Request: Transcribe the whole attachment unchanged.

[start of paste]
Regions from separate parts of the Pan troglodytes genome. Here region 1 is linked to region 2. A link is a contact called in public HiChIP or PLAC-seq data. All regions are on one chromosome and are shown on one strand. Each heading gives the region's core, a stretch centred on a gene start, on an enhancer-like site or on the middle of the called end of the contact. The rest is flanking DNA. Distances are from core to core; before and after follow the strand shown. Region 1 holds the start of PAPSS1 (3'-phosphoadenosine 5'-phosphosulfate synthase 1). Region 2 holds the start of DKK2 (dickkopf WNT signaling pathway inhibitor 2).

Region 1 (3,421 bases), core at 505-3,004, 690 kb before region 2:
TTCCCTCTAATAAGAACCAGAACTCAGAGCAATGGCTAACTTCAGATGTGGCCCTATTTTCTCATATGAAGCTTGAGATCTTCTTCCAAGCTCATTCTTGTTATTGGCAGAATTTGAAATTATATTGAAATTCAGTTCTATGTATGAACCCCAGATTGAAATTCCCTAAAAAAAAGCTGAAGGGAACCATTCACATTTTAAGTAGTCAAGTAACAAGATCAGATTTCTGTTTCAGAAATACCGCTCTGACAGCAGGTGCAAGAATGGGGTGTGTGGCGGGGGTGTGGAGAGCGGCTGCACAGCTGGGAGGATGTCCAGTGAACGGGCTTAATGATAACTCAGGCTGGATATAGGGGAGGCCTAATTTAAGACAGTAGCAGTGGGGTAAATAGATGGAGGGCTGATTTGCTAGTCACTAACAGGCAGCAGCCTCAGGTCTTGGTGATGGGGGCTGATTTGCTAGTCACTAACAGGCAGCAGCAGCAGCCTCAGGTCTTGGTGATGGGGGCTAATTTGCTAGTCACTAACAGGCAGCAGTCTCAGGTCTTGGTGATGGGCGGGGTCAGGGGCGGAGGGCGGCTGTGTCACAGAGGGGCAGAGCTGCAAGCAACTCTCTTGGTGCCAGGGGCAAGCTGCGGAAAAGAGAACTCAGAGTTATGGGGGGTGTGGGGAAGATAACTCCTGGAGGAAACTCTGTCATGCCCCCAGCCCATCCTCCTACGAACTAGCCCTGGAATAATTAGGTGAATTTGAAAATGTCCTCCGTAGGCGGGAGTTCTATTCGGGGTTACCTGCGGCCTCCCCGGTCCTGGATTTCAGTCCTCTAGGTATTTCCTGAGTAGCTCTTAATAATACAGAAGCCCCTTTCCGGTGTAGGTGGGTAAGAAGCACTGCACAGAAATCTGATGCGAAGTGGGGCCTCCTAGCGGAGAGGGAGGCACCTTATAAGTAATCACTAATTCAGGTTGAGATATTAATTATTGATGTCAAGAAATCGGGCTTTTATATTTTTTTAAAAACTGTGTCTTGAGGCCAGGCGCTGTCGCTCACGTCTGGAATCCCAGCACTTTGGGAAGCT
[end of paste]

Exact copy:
Regions from separate parts of the Pan troglodytes genome. Here region 1 is linked to region 2. A link is a contact called in public HiChIP or PLAC-seq data. All regions are on one chromosome and are shown on one strand. Each heading gives the region's core, a stretch centred on a gene start, on an enhancer-like site or on the middle of the called end of the contact. The rest is flanking DNA. Distances are from core to core; before and after follow the strand shown. Region 1 holds the start of PAPSS1 (3'-phosphoadenosine 5'-phosphosulfate synthase 1). Region 2 holds the start of DKK2 (dickkopf WNT signaling pathway inhibitor 2).

Region 1 (3,421 bases), core at 505-3,004, 690 kb before region 2:
TTCCCTCTAATAAGAACCAGAACTCAGAGCAATGGCTAACTTCAGATGTGGCCCTATTTTCTCATATGAAGCTTGAGATCTTCTTCCAAGCTCATTCTTGTTATTGGCAGAATTTGAAATTATATTGAAATTCAGTTCTATGTATGAACCCCAGATTGAAATTCCCTAAAAAAAAGCTGAAGGGAACCATTCACATTTTAAGTAGTCAAGTAACAAGATCAGATTTCTGTTTCAGAAATACCGCTCTGACAGCAGGTGCAAGAATGGGGTGTGTGGCGGGGGTGTGGAGAGCGGCTGCACAGCTGGGAGGATGTCCAGTGAACGGGCTTAATGATAACTCAGGCTGGATATAGGGGAGGCCTAATTTAAGACAGTAGCAGTGGGGTAAATAGATGGAGGGCTGATTTGCTAGTCACTAACAGGCAGCAGCCTCAGGTCTTGGTGATGGGGGCTGATTTGCTAGTCACTAACAGGCAGCAGCAGCAGCCTCAGGTCTTGGTGATGGGGGCTAATTTGCTAGTCACTAACAGGCAGCAGTCTCAGGTCTTGGTGATGGGCGGGGTCAGGGGCGGAGGGCGGCTGTGTCACAGAGGGGCAGAGCTGCAAGCAACTCTCTTGGTGCCAGGGGCAAGCTGCGGAAAAGAGAACTCAGAGTTATGGGGGGTGTGGGGAAGATAACTCCTGGAGGAAACTCTGTCATGCCCCCAGCCCATCCTCCTACGAACTAGCCCTGGAATAATTAGGTGAATTTGAAAATGTCCTCCGTAGGCGGGAGTTCTATTCGGGGTTACCTGCGGCCTCCCCGGTCCTGGATTTCAGTCCTCTAGGTATTTCCTGAGTAGCTCTTAATAATACAGAAGCCCCTTTCCGGTGTAGGTGGGTAAGAAGCACTGCACAGAAATCTGATGCGAAGTGGGGCCTCCTAGCGGAGAGGGAGGCACCTTATAAGTAATCACTAATTCAGGTTGAGATATTAATTATTGATGTCAAGAAATCGGGCTTTTATATTTTTTTAAAAACTGTGTCTTGAGGCCAGGCGCTGTCGCTCACGTCTGGAATCCCAGCACTTTGGGAAGCT